p53 Promoted Ferroptosis in Ovarian Cancer Cells Treated with Human Serum Incubated-Superparamagnetic Iron Oxides
Received 2 October 2020
Accepted for publication 25 November 2020
Published 12 January 2021 Volume 2021:16 Pages 283—296
Checked for plagiarism Yes
Review by Single anonymous peer review
Peer reviewer comments 2
Editor who approved publication: Professor Israel (Rudi) Rubinstein
Yunhan Zhang,1,* Meihui Xia,2,* Zizhen Zhou,3 Xiaoqing Hu,1 Jiabin Wang,1 Meiyu Zhang,3 Yi Li,4 Liankun Sun,1 Fangfang Chen,4,5 Huimei Yu1,6
1Key Laboratory of Pathobiology, Ministry of Education, Department of Pathophysiology, College of Basic Medical Sciences, Jilin University, Changchun 130021, People’s Republic of China; 2Department of Obstetrics & Gynecology, The First Hospital of Jilin University, Changchun, Jilin 130021, People’s Republic of China; 3Clinical Medical College, Jilin University, Changchun 130021, People’s Republic of China; 4State Key Laboratory of Inorganic Synthesis and Preparative Chemistry, College of Chemistry, Jilin University, Changchun, Jilin 130012, People’s Republic of China; 5Department of Gastrointestinal, Colorectal and Anal Surgery, China-Japan Union Hospital of Jilin University, Changchun, Jilin 130033, People’s Republic of China; 6Animal Experiment Center, College of Basic Medical Sciences, Jilin University, Changchun 130021, People’s Republic of China
*These authors contributed equally to this work
Correspondence: Huimei Yu
Key Laboratory of Pathobiology, Ministry of Education, Department of Pathophysiology, College of Basic Medical Sciences, Jilin University, Changchun 130021, People’s Republic of China
Tel +86 431 85619485
Email [email protected]
Department of Gastrointestinal, Colorectal and Anal Surgery, China-Japan Union Hospital of Jilin University, Changchun, Jilin 130033, People’s Republic of China
Tel +86 431 84995312
Email [email protected]
Methods: In this study, we used MTT assays to demonstrate that a combination of SPIO-Serum and wild-type p53 overexpression can reduce ovarian cancer cell viability in vitro. Prussian blue staining and iron assays were used to determine changes in intracellular iron concentration following SPIO-Serum treatment. TEM was used to evaluate any mitochondrial damage induced by SPIO-Serum treatment, and Western blot was used to evaluate the expression of the iron transporter and lipid peroxidation regulator proteins. JC-1 was used to measure mitochondrial membrane potential, and ROS levels were estimated by flow cytometry. Finally, xCT protein expression and mitochondrial ROS levels were confirmed using fluorescence microscopy.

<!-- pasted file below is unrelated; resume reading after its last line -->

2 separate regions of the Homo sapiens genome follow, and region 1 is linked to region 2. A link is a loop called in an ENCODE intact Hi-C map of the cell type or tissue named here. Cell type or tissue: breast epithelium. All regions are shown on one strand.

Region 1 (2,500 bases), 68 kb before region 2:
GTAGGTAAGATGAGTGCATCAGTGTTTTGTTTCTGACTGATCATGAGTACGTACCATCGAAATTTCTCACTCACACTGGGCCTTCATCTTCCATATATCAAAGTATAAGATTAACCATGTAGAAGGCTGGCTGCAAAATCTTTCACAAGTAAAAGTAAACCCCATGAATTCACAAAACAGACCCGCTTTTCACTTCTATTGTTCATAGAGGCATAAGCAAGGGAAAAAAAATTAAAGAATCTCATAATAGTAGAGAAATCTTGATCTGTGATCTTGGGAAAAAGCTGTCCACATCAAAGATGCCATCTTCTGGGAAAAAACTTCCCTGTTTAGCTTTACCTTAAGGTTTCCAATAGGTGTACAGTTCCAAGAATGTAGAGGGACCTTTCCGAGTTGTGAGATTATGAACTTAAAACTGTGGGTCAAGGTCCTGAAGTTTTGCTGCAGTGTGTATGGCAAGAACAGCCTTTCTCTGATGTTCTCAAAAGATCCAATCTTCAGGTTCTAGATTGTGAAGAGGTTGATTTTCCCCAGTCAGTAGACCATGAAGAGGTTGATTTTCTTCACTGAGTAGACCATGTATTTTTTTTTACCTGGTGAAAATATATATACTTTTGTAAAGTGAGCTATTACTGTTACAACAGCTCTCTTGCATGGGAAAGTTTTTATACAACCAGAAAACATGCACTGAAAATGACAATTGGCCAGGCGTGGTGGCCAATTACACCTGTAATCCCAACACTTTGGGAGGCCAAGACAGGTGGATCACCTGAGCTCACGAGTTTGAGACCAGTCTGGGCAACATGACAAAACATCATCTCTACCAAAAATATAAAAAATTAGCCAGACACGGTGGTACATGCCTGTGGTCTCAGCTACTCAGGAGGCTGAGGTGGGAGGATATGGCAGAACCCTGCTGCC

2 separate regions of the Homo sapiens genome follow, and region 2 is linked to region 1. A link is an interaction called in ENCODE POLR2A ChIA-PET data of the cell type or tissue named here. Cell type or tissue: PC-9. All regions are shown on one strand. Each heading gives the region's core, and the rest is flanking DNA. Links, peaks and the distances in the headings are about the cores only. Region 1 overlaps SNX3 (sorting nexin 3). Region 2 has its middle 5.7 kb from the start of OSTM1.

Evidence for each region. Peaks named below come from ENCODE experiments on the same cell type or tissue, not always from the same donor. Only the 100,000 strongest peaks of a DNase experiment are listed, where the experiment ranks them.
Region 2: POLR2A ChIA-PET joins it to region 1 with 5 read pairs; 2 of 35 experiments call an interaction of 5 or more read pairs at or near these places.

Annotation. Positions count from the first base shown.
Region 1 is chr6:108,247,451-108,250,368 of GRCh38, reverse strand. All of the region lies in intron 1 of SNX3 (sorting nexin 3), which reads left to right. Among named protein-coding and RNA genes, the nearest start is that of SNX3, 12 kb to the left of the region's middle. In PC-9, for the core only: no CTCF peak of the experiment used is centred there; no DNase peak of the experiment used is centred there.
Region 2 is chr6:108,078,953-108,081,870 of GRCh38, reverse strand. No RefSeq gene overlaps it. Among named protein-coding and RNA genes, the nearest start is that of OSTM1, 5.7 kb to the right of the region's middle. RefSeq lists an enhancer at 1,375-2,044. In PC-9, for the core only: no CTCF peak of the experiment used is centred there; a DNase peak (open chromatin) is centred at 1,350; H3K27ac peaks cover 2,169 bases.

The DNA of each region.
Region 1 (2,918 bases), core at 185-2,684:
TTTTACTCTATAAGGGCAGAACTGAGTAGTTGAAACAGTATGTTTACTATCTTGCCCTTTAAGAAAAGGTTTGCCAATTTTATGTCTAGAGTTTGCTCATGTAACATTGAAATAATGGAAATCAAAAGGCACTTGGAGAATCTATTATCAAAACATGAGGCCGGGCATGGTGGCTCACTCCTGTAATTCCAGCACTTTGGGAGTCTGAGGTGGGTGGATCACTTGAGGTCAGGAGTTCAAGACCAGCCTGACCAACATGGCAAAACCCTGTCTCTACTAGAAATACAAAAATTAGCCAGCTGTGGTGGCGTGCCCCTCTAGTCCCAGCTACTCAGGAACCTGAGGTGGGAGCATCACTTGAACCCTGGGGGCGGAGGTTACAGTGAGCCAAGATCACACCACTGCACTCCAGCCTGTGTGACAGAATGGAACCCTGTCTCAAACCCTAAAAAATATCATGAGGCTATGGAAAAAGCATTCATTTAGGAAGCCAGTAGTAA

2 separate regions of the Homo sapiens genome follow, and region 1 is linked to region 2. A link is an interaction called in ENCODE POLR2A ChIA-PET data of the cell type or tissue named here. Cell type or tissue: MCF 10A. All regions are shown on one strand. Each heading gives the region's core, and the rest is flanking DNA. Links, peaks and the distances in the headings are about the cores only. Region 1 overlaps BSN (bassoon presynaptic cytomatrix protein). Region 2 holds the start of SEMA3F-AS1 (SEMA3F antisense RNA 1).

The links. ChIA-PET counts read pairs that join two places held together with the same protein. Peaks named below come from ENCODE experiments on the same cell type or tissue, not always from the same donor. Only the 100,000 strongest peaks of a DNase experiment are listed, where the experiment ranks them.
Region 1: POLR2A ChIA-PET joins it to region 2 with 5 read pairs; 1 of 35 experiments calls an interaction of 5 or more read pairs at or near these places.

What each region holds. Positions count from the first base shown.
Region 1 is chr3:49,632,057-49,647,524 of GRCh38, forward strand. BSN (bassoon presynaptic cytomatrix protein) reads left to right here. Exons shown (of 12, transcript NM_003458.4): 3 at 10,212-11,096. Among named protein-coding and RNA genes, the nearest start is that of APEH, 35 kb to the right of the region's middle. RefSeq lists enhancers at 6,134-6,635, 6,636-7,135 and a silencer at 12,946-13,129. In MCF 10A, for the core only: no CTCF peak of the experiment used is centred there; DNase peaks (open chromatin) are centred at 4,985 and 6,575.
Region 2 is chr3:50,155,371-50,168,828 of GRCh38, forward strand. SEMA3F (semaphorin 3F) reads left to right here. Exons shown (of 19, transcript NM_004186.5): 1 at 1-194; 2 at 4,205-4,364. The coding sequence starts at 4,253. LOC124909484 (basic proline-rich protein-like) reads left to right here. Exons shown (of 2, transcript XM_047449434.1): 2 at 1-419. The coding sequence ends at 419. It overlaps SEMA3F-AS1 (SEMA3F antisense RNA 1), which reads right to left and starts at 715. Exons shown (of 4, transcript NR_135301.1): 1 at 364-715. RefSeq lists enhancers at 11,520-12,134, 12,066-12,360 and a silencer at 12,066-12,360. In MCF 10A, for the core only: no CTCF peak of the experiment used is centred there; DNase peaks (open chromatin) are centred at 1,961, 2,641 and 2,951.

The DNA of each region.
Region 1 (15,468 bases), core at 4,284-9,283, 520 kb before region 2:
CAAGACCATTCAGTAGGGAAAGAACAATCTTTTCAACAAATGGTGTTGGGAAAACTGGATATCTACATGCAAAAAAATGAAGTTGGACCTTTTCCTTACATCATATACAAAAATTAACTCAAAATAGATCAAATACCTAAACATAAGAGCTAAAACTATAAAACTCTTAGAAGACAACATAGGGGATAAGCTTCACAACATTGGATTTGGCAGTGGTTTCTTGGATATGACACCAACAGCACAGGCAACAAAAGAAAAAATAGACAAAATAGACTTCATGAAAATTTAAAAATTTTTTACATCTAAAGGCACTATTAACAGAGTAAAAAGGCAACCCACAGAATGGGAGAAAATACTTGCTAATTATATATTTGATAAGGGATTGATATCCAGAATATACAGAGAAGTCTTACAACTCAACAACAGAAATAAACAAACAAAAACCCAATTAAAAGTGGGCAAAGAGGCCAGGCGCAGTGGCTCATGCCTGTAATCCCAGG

Results: SPIO-Serum effectively induced lipid peroxidation and generated abundant toxic ROS. It also facilitated the downregulation of GPX4 and xCT, ultimately resulting in iron-dependent oxidative death. These effects could be reversed by iron chelator DFO and lipid peroxidation inhibitor Fer-1. SPIO-Serum treatment disrupted intracellular iron homeostasis by regulating iron uptake and the cells presented with missing mitochondrial cristae and ruptured outer mitochondrial membranes. Moreover, we were able to show that p53 contributed to SPIO-Serum-induced ferroptosis in ovarian cancer cells.
Conclusion: SPIO-Serum induced ferroptosis and overexpressed p53 contributed to ferroptosis in ovarian cancer cells. Our data provide a theoretical basis for ferroptosis as a novel cell death phenotype induced by nanomaterials.
Keywords: ferroptosis, SPIO, p53, TF, xCT, iron-based nanomaterials
Ferroptosis, an iron-dependent programmed cell death characterized by lipid peroxide accumulation, is genetically, biochemically, and morphologically distinct from other forms of regulated cell death.1,2 Unlike apoptosis, ferroptosis caused by lipid ROS accumulation with characteristics mainly of cytological changes, including decreased or vanished mitochondria cristae, a ruptured outer mitochondrial membrane, and a condensed mitochondrial membrane.1 Although iron affects the biological behavior of various tumor cells, how intracellular iron regulates the fate of these cells is poorly understood.3 An equally important question concerns how to increase iron levels in target cells both for in vitro cell culture studies and in vivo modeling. We address both these questions with respect to two ovarian cancer cell lines in this report.